What is Edge?
Edge is a management tool that helps libraries align their technology resources to community priorities. Edge guides libraries to set measurable, strategic goals for digital inclusion and to engage government and community leaders in meaningful discussion about technology needs and plans.
Oklahoma public libraries participate in Edge through a license purchased by the Oklahoma Department of Libraries with federal funding from the Institute of Museum and Library Services.
Edge assists libraries with strategic planning and community engagement through assessments, resources, recommendations, action plan models, training, and tools for reporting and information distribution, all based on a national set of benchmarks.
Edge provides tangible data to libraries from their assessments and the resources, empowering them to communicate their libraries’ value to their communities.
Edge helps libraries evaluate and improve digital inclusion services in four critical areas: economic opportunity, civic engagement, education, and health.
What is digital inclusion?
Edge users will see the term digital inclusion throughout the Edge process. Digital Inclusion refers to the activities necessary to ensure that all individuals and communities, including the most disadvantaged, have access to and use of affordable, robust broadband internet service, internet-enabled devices, access to digital literacy training, quality technical support, and applications and online content. Learn more in the Edge Digital Inclusion Primer.
Why should my library use Edge?
- To better understand how your library promotes digital inclusion
- To identify ways to improve your public access technology and digital literacy services
- To compare your services to other libraries of your size
- To receive tools that help you communicate the value of your library technology services to the community and create support.
“It’s gratifying to see Oklahoma’s smallest libraries benefit from Edge. The benchmarks were designed to provide guidance and recommendations for all public libraries, regardless of their size or assessment score. Tonkawa Public Library scored above average among its peer group…We’re proud of Elda and her staff for embracing Edge and showing how it can make a difference.”
—Susan McVey, State Librarian Emertita
The Edge benchmarks, tools, and web platform were developed and first used by public libraries in 2014. In order to ensure that Edge addresses the evolving role of libraries and the priorities of the communities they serve, the Edge leadership team at the Urban Libraries Council revised the Edge program in 2018.
Highlights of Edge 2.0:
- Updated benchmarks to reflect technology changes, digital inclusiveness, and digital literacy.
- Modernized Assessment expanding from a focus on public access technology to a broader focus on the libraries’ role in digital literacy—helping library users acquire the skills to use library technology.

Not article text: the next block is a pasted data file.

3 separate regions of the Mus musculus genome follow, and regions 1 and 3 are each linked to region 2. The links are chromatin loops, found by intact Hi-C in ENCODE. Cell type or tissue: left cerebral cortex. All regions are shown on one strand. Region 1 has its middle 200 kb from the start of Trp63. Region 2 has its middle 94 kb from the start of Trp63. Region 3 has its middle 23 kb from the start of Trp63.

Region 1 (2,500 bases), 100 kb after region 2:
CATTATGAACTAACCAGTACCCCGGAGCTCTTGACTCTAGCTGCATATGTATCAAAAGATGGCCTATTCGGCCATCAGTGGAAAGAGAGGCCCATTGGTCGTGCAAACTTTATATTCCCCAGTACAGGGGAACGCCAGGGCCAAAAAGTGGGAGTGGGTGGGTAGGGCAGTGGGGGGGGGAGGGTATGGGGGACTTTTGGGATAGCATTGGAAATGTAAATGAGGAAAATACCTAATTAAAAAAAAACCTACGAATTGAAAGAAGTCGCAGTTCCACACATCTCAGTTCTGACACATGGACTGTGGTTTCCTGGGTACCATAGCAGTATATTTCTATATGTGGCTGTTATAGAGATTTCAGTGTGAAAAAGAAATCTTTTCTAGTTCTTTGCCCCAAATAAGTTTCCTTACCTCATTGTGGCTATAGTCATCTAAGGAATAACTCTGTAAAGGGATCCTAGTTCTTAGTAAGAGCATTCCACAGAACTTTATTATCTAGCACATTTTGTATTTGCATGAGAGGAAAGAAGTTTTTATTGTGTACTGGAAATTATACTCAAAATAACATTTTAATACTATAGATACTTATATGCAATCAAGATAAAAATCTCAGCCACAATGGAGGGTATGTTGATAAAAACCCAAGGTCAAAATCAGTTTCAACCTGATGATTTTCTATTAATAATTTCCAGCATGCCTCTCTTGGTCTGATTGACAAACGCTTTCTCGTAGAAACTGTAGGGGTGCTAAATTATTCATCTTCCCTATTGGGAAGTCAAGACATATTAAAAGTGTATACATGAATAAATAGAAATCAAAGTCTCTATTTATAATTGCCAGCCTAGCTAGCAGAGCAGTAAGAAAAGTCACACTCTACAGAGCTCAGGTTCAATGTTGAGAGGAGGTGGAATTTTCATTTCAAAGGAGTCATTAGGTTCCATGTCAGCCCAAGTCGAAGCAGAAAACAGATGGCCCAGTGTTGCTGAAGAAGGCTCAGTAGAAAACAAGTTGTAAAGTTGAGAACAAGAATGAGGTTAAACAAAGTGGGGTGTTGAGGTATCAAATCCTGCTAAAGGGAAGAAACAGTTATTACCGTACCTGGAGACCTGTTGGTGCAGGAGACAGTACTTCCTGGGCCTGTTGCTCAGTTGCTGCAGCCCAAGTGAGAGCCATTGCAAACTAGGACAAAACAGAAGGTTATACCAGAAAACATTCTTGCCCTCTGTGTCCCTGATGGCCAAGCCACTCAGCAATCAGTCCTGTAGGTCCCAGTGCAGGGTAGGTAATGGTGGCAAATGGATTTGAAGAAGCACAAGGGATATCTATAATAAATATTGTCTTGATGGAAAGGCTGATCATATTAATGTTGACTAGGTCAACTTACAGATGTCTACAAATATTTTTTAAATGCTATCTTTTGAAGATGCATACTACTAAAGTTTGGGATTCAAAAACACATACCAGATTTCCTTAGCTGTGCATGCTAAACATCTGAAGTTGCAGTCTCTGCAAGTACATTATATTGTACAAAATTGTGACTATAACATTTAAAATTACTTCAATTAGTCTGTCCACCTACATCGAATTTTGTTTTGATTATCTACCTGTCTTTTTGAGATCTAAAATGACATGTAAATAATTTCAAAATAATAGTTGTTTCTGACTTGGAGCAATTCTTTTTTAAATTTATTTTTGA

- New customizable Peer Comparison Reports that allow libraries to compare results to libraries with similar populations or budgets and to libraries in their state, region, and nation to help identify opportunities to better meet their community needs. This feature will become available later in 2019.
- State-of-the-art web platform with expanded resources and tools.
Some things to consider in moving from Edge 1.0 to 2.0:
- Edge assessment scores from Edge 1.0 and 2.0 are not comparable. Your last Edge 1.0 assessment will be migrated to the 2.0 platform, but since the assessment questions have changed, the assessments cannot be compared.
- Your past Edge 1.0 assessment, reports, and data will be available at legacyplatform.libraryedge.org through 2019. You can use all the reports and your action plan there until 1.0 ends.
- If you are just getting started with Edge or it has been a few years since your library did the assessment, taking your next assessment in 2.0 will allow you to use all of the improved and expanded resources and tools.
How do I get started with Edge?
To get started with Edge 2.0, all libraries must register a new account in the Edge 2.0 website, even if you have a current account in the original Edge website. Go to libraryedge.org and register for an Edge 2.0 account or log in if you have previously registered with Edge 2.0.
My library has completed the Edge assessment, now what?
- From the Edge website (Edge 1.0, Edge 2.0) download and review your Assessment Results and Peer Comparison Report (Edge 2.0 peer reports will be coming soon).
- Note benchmarks that your library did well in to share with stakeholders.
- In Edge 1.0, identify benchmarks that you want to work on and review the recommendations that Edge offers. Use the resources Edge provides to learn how to implement the recommendations you are interested in. In Edge 2.0, prioritize areas for improvement and growth by developing SMART goals: specific, measurable, attainable, relevant, time bound. Go from abstract to achievable with a well-defined, practical goal.
- Create an Action Plan based on your chosen recommendations. Edge 2.0 guides you to further develop your SMART goals by creating an Action Plan with concrete steps for implementation.
Helpful Edge resources
- Edge online: Find out more about Edge and log in to your account
- Edge phases: Learn more about the four phases of Edge
- Edge benchmarks: National library technology standards in three areas of Community Value, Engaging the Community, and Organizational Management
- Edge 2.0 webinar: Take a tour of Edge 2.0